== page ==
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Summer

In a world of fuzzy plumes, sharp spikes, and dangling pendants, grasses rule the stage — the main characters of a multiseason show that often begins in the early days of summer.

On the list of grasses I couldn’t garden without (and it’s a mighty long list), somewhere near the top is prairie Junegrass (Koeleria macrantha) with a footnote that says “including all other Koeleria.”

Native throughout most of North America, Koeleria (not shown) is probably growing in a patch near you.

The form growing in my garden has bluer foliage than most, though even the typical forms have remarkably clean-colored leaves.

From dense tufts in late spring and throughout summer, the flower heads erupt like sky-bound fireworks in tawny and tan.

Depressingly, though all too common with zoneworthy plants, this species is remarkably unavailable in the trade beyond the commercial seed suppliers who raise most of their crop for ecological restorations.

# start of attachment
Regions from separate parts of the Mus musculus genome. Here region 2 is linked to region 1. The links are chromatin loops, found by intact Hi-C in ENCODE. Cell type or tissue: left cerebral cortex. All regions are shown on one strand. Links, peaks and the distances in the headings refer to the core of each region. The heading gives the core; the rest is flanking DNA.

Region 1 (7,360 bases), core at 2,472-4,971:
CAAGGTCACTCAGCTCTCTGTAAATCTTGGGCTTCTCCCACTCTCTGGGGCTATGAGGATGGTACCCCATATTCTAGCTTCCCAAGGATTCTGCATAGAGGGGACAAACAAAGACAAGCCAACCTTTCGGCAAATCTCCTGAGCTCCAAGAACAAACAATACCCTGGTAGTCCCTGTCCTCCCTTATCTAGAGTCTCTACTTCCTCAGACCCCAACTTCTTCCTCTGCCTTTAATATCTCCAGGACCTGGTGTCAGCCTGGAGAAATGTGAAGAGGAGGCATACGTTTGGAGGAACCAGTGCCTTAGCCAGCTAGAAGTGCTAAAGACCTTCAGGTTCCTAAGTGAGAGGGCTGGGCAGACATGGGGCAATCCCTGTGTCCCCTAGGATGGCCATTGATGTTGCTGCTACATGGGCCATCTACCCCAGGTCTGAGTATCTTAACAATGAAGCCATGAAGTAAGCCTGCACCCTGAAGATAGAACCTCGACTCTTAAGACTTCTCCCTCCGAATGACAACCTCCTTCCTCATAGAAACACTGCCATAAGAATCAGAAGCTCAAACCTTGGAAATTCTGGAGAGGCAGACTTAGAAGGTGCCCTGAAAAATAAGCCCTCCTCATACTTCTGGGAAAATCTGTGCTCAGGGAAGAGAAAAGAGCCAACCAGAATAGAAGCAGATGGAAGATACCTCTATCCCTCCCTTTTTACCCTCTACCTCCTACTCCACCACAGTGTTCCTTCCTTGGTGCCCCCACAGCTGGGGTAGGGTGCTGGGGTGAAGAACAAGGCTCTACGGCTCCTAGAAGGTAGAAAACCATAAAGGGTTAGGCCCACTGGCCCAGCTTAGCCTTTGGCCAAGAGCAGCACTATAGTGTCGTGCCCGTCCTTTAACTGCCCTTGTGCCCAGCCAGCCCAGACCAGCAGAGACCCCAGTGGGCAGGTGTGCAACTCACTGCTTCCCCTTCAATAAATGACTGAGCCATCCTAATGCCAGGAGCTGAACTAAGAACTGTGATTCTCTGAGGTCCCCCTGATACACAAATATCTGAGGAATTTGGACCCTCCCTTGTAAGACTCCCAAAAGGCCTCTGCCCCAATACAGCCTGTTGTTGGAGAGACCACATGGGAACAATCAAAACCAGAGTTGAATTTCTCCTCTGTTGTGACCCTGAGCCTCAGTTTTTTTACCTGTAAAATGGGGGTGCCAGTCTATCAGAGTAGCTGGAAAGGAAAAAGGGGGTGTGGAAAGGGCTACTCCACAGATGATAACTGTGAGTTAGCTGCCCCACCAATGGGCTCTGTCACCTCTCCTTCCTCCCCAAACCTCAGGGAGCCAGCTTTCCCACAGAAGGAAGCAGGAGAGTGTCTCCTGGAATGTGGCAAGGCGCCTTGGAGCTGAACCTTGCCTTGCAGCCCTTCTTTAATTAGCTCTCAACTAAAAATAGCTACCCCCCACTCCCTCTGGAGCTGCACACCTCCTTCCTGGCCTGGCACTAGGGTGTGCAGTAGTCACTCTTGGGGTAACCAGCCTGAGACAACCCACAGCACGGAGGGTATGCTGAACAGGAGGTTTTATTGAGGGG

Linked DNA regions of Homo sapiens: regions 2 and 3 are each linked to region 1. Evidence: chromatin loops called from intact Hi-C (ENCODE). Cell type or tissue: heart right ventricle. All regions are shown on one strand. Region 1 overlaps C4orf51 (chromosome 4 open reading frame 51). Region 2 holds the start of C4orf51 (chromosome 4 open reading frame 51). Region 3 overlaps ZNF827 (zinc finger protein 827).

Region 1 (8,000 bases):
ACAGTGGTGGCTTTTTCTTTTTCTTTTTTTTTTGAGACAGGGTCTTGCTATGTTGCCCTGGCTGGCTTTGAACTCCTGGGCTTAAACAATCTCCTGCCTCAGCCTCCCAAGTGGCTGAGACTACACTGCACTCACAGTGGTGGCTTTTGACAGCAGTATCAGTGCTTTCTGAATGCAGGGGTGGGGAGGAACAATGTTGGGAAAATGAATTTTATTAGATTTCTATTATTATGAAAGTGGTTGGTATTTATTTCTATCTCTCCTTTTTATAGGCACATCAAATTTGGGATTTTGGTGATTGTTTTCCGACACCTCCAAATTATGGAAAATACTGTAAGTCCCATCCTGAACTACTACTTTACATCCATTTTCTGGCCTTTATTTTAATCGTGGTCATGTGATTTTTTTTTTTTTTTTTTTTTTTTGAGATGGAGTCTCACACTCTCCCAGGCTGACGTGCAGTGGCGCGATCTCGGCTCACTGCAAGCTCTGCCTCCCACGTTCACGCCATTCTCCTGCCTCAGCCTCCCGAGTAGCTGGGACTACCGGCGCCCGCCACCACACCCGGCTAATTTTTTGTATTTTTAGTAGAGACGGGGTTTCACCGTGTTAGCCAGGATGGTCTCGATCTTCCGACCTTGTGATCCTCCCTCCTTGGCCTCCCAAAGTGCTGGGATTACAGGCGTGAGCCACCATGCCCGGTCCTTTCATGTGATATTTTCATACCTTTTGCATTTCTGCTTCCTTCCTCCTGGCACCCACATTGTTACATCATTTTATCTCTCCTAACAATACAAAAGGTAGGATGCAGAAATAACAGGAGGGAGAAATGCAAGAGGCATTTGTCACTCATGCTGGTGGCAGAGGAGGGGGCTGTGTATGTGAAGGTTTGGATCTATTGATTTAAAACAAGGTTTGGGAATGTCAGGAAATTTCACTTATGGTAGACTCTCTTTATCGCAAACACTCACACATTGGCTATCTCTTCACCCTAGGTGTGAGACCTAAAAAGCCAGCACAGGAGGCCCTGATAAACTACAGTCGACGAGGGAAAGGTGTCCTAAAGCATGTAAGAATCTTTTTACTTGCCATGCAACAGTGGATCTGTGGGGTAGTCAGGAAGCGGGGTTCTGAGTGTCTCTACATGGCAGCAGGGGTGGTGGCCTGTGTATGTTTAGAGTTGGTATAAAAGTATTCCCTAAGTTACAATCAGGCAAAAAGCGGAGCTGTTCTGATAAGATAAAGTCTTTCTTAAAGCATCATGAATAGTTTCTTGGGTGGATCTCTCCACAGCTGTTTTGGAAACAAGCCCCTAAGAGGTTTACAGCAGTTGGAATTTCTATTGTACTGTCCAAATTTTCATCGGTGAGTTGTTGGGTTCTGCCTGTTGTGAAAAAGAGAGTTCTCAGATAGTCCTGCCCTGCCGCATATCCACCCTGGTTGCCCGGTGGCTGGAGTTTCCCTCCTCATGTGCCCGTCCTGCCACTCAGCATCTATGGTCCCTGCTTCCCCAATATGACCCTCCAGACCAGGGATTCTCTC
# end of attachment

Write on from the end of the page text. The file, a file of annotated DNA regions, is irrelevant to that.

The species germinates readily under moist, warm conditions, and those with a greenhouse or means of propagating from seed will find that the grass is easily propagated.

The plants in my garden were raised from seed I collected and sowed myself, a rewarding process that I continue to enjoy seasons after I first installed them in their prairie garden home.

If spring is the most celebrated season in the Iowa garden, summer is perhaps the most colorful, blazing from sunrise to sunset in bold swaths.

But one color that doesn’t blaze and isn’t celebrated nearly enough is silver.

In the garden, Fremont’s evening primrose (Oenothera macrocarpa ssp. fremontii) rues a silver day, flirting with its garden companions from emergence in May to disappearance in late fall (above).

This silver-leaved form of Missouri evening primrose serves up yellow flowers, sunny and tastefully lemony, on the eve of high summer — an eloquent way of saying that these flowers show up when it’s blisteringly hot out.

With deep taproots, they’re permanent once in place and not exactly amenable to division or transplanting.

Though I don’t have any specimens worth naming, I enjoy the undercurrent of pewter that moves through my rock garden each time the wind rustles through their foliage (and, thankfully for once, not due to powdery mildew).

(Read more about The Zoneworthy Garden)

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